• Fasting plasma glucose (FPG) test: This test measures blood glucose levels after an overnight fast. A fasting plasma glucose level of 126 milligrams per deciliter (mg/dL) or higher on two separate occasions is diagnostic of diabetes.

  • Oral glucose tolerance test (OGTT): This test measures blood glucose levels before and after consuming a sugary drink. A blood glucose level of 200 mg/dL or higher two hours after drinking the sugary solution is diagnostic of diabetes.

  • Glycated hemoglobin (A1C) test: This blood test measures the average blood glucose levels over the past two to three months. A hemoglobin A1C level of 6.5% or higher is diagnostic of diabetes.

  1. Random plasma glucose test: In some cases, a random plasma glucose test may be used to diagnose diabetes if classic symptoms of hyperglycemia are present. A random plasma glucose level of 200 mg/dL or higher, along with symptoms of diabetes, is diagnostic of diabetes.

  2. Additional testing: Healthcare providers may also perform other tests to assess pancreatic function, insulin resistance, and complications associated with type 2 diabetes, such as lipid profiles, kidney function tests, and eye examinations.

Treatment options

If left untreated, type 2 diabetes can lead to serious complications, including cardiovascular disease, kidney disease, nerve damage, and vision problems. Management of type 2 diabetes typically involves lifestyle modifications (such as diet and exercise), oral medications, and in some cases, insulin therapy. Early detection and management of type 2 diabetes are crucial for preventing complications and improving long-term outcomes.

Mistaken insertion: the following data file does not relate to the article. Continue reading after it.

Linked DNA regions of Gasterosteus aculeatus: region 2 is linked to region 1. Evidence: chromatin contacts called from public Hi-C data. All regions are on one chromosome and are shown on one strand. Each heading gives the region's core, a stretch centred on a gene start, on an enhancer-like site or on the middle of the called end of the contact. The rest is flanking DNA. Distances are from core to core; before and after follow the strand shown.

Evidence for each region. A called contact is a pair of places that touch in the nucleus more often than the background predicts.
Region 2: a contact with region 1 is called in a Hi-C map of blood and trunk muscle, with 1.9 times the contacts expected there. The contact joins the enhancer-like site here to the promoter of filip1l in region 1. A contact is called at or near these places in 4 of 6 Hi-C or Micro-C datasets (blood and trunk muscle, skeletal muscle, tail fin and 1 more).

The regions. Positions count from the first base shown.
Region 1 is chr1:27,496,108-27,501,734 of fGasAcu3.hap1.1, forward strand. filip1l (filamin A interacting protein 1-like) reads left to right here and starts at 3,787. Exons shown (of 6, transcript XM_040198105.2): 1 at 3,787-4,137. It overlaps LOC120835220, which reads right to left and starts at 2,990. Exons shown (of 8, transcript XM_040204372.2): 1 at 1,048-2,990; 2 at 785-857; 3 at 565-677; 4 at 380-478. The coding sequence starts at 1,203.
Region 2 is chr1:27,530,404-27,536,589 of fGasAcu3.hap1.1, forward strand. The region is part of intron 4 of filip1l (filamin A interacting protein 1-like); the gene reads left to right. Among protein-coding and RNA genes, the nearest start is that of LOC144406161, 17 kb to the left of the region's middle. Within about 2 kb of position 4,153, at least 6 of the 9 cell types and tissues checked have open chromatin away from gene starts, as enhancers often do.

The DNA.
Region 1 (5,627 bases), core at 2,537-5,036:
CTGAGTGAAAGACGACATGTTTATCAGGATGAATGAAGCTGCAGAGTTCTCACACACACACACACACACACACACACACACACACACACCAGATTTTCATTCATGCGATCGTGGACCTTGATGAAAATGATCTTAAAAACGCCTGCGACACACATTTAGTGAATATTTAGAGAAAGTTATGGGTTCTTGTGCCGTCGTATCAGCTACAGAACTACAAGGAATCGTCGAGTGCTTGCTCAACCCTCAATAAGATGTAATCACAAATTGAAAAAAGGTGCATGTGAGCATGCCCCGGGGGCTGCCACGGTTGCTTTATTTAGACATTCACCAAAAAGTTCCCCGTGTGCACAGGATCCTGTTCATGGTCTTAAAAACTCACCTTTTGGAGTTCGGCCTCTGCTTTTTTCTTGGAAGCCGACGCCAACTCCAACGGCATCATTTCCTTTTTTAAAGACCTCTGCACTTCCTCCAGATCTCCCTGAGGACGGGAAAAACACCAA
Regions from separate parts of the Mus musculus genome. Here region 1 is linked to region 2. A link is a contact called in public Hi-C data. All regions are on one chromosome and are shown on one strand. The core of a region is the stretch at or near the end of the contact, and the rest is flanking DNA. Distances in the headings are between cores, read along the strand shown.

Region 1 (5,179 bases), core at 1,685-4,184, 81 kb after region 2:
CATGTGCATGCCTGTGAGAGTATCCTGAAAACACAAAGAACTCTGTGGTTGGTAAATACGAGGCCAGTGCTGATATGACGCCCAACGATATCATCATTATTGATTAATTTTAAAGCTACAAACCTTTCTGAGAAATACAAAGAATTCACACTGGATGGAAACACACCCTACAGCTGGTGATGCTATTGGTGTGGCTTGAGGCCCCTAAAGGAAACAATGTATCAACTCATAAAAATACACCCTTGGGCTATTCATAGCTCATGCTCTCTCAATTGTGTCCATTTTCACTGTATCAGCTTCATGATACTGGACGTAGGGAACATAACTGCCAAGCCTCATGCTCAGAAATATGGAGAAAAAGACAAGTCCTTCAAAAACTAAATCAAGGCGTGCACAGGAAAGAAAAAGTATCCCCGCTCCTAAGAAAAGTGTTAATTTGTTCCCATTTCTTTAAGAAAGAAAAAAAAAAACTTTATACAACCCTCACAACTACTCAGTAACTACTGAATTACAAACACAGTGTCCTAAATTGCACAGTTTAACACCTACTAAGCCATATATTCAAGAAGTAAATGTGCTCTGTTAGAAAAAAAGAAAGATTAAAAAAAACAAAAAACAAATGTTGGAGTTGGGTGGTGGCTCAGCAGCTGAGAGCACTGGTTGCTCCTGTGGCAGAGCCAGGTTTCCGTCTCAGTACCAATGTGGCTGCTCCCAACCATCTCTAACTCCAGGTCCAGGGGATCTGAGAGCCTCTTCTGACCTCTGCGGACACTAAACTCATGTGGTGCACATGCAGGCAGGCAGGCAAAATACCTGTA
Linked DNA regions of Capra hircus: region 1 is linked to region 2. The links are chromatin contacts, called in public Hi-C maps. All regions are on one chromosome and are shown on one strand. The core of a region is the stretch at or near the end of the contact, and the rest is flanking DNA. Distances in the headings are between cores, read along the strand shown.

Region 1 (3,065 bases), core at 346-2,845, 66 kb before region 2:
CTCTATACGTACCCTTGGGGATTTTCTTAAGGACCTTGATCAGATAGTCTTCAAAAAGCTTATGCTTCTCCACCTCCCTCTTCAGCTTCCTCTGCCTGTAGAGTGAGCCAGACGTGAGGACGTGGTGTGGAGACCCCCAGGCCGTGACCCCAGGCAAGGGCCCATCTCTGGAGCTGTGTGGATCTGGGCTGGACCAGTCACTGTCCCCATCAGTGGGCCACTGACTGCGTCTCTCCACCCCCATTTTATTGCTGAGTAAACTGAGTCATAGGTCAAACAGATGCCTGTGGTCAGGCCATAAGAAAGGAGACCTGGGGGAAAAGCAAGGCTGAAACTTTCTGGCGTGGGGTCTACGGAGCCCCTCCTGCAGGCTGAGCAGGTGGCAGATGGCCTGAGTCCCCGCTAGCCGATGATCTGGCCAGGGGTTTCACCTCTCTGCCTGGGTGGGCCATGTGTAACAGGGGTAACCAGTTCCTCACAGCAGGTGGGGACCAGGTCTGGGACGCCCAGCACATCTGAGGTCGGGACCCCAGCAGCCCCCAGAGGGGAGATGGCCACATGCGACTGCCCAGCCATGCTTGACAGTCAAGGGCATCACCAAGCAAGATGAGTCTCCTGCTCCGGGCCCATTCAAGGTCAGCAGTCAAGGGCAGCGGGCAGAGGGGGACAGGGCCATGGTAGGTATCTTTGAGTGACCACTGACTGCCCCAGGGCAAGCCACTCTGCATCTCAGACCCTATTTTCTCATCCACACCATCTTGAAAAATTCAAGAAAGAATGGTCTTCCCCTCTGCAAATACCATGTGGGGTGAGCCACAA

Can exercise help?

Exercise can play a crucial role in managing type 2 diabetes by:

  1. Improves insulin sensitivity: Exercise helps the body use insulin more effectively, allowing glucose to enter cells more efficiently and lowering blood sugar levels.

  2. Lowers blood sugar levels: Physical activity causes muscles to contract, which stimulates glucose uptake and utilization, leading to lower blood sugar levels.

  3. Aids in weight management: Exercise burns calories and helps to control body weight, reducing insulin resistance and improving blood sugar control.

  4. Reduces cardiovascular risk: Regular exercise improves cardiovascular health by lowering blood pressure, improving cholesterol levels, and reducing the risk of heart disease, which is common in individuals with type 2 diabetes.

  5. Increases energy expenditure: Physical activity increases energy expenditure, helping to maintain a healthy weight and prevent obesity, a major risk factor for type 2 diabetes.

  6. Enhances mood and mental well-being: Exercise releases endorphins, which can improve mood, reduce stress, and enhance overall mental well-being, important factors in managing diabetes.

  7. Improves overall health: Exercise has numerous health benefits beyond blood sugar control, including strengthening bones, improving sleep quality, and boosting immune function, all of which contribute to overall health and well-being.